On 20th October 2017, The Times interviewed Beaumont Nathan director, Tom Mayou, on the best tips to start an exceptional art collection.  Where to look, what to pay, and what pieces should be avoided.
On 20th October 2017, The Times interviewed Beaumont Nathan director, Tom Mayou, on the best tips to start an exceptional art collection. Where to look, what to pay, and what pieces should be avoided.

Have you always wanted to own some art that you like, but will also impress aficionados? Tom Mayou, the director of Beaumont Nathan, an independent art advisory business, shares his tips on how to build a decent art collection.

Where do I start?
Go and see as much art as you can — in museums, art galleries, art fairs, even people’s homes. Observe, research and question, and try to build an understanding of all the art on offer, and what you like within it. Ultimately, the more you see, the more your taste will develop, and you will be able to put what’s in front of you into context and know whether you like it.

The market is an unregulated, opaque and often challenging place for a newcomer, and sometimes old hands too. When you’re ready to get the cheque book out, be sure to take good advice. Most sellers are incentivised by the highest price and do not look out for your interests as a buyer, so save yourself trouble, time and money, and find someone you trust to hold your hand through the process.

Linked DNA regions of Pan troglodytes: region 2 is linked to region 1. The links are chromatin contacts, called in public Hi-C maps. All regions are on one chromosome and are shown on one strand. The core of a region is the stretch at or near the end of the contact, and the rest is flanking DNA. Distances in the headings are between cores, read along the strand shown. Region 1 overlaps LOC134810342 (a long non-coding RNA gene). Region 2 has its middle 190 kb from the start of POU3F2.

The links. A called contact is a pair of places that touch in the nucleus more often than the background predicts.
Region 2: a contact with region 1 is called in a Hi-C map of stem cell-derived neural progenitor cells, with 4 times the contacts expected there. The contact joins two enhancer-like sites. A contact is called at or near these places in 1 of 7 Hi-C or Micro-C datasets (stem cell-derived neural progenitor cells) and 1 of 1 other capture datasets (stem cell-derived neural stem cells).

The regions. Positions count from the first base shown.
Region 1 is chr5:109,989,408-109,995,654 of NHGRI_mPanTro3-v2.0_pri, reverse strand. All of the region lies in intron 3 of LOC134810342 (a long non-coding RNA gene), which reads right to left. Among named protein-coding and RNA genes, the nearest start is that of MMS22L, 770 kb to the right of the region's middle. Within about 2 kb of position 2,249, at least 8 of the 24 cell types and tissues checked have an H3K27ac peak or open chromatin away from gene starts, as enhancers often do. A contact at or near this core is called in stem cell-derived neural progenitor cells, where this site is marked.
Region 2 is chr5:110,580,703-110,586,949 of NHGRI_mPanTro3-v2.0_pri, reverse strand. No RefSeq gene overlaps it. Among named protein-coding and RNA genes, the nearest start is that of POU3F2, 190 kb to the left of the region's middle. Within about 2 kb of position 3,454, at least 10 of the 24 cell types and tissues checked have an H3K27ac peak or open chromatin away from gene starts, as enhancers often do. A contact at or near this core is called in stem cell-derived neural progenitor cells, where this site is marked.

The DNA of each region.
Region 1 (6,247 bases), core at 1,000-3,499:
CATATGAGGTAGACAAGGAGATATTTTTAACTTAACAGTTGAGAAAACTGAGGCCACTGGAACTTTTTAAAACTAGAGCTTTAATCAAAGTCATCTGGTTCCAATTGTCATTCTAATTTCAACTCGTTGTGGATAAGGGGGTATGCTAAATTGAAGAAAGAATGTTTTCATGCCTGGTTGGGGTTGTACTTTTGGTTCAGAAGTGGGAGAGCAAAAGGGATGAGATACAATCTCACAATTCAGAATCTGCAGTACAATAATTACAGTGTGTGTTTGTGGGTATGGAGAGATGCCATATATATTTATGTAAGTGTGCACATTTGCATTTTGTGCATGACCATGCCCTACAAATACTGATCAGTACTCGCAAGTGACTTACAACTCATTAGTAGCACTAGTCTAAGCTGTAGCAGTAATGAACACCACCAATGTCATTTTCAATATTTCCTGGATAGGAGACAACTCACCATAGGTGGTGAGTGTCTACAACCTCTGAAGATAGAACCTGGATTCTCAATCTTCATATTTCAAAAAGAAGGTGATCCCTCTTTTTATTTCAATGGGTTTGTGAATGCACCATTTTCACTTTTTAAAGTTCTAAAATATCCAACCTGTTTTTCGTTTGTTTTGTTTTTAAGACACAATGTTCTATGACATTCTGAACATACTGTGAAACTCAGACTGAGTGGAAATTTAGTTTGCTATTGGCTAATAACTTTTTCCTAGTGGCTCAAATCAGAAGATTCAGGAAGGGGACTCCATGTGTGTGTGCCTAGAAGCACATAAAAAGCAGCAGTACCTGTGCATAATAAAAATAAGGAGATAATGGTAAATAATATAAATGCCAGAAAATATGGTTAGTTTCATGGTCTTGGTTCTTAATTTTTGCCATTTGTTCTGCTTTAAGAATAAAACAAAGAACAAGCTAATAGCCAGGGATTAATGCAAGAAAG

What are the best books and websites?
There are many, but I’m reading Collecting Art for Love, Money and More by Ethan Wagner and Thea Westreich, the respected art advisers and collectors. It’s an excellent introduction into the mindset of collecting and how to feed your passion. The Value of Art by Michael Findlay is the seminal text on how to approach the complex question of valuing art and navigating the market safely.

What economic headwinds is the market facing?
The art market is susceptible to changes in the macroeconomic climate. When there is weakness and uncertainty, this pervades into the art market and people tend to stop buying. On the supply side, people also tend not to want to sell, because they don’t think they’ll get the best price, so the market contracts on both sides.

For now, the market is closely corresponding to the wider bull market and is in a very healthy place thanks to an emergent collecting class in Asia. Yet we aren’t naive enough to think it will last for ever and we tend to advise our clients to take a long-term approach to their collecting.

Which artists are in the ascendant?
Contemporary art (post 1945) is on the rise and has been for some time. Why? Because this art is the most culturally relevant and modern in aesthetic of all the art sectors, and because it is most easily understood by the widest audience. It is also the art that the most powerful auction houses and super-galleries tend to push to their client base, so it is a virtuous circle from there.

Which pieces are best avoided?
The shift in tastes and attitudes for a more modern aesthetic has led to a contraction in the market for sectors such as the old masters. When advising clients in these sectors, we tend to exercise extreme caution and make sure to focus on the absolute best of the best. If one applies this mantra, it is possible to find some incredible long-term value opportunities.

Is it worth employing a consultant?
Access, intelligence and protection. As active and respected members of the trade, we not only know where to find the best opportunities, but when we come knocking, people know to take our call. This can be helpful in locating the best pieces on the market, especially in what is a secretive and private marketplace.

We also take valuation and due diligence seriously and are able to navigate myriad complexities around the core questions of “what am I looking at, should I buy it, and if so, at what price?”